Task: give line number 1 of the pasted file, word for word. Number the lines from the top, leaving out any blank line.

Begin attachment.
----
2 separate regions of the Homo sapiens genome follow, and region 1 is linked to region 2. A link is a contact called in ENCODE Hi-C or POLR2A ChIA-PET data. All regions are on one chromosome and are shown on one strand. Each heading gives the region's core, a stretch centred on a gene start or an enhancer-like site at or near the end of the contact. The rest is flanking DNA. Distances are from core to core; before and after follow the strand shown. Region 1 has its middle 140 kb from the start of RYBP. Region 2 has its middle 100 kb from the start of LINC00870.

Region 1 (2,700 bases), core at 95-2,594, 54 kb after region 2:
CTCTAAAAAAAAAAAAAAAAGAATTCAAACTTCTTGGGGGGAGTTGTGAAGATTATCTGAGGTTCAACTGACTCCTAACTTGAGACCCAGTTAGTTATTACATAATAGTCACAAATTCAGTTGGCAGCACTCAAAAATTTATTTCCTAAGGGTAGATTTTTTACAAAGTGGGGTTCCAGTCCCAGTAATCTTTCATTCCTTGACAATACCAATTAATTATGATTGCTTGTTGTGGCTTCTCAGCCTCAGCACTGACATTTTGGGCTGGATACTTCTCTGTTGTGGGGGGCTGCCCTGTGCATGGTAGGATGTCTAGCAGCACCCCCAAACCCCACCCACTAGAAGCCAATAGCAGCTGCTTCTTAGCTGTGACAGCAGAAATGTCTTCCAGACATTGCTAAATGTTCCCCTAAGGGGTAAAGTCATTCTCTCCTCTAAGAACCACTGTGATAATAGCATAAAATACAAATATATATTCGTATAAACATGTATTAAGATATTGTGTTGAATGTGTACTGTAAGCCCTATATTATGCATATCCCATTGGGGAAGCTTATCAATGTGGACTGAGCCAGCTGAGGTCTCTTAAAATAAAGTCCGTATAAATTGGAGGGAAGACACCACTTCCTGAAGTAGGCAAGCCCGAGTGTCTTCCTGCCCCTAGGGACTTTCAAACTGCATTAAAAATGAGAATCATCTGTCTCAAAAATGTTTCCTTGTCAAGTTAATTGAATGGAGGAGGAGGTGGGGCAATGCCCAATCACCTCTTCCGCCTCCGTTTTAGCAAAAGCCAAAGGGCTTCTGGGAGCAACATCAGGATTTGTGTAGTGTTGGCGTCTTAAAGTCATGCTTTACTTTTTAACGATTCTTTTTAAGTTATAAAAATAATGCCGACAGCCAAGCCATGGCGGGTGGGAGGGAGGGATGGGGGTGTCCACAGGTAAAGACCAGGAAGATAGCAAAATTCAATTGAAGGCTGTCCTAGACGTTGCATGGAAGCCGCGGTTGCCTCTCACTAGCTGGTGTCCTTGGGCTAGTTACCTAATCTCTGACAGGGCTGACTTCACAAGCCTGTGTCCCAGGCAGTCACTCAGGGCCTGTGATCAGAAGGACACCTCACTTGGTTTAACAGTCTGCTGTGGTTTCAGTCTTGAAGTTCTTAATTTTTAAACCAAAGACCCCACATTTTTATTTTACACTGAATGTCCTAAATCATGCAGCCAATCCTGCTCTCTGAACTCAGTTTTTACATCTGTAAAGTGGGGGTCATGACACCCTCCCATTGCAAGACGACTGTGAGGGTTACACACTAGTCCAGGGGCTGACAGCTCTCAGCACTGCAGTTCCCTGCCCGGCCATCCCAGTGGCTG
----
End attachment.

2 separate regions of the Homo sapiens genome follow, and region 1 is linked to region 2. A link is a contact called in ENCODE Hi-C or POLR2A ChIA-PET data. All regions are on one chromosome and are shown on one strand. Each heading gives the region's core, a stretch centred on a gene start or an enhancer-like site at or near the end of the contact. The rest is flanking DNA. Distances are from core to core; before and after follow the strand shown. Region 1 has its middle 140 kb from the start of RYBP. Region 2 has its middle 100 kb from the start of LINC00870.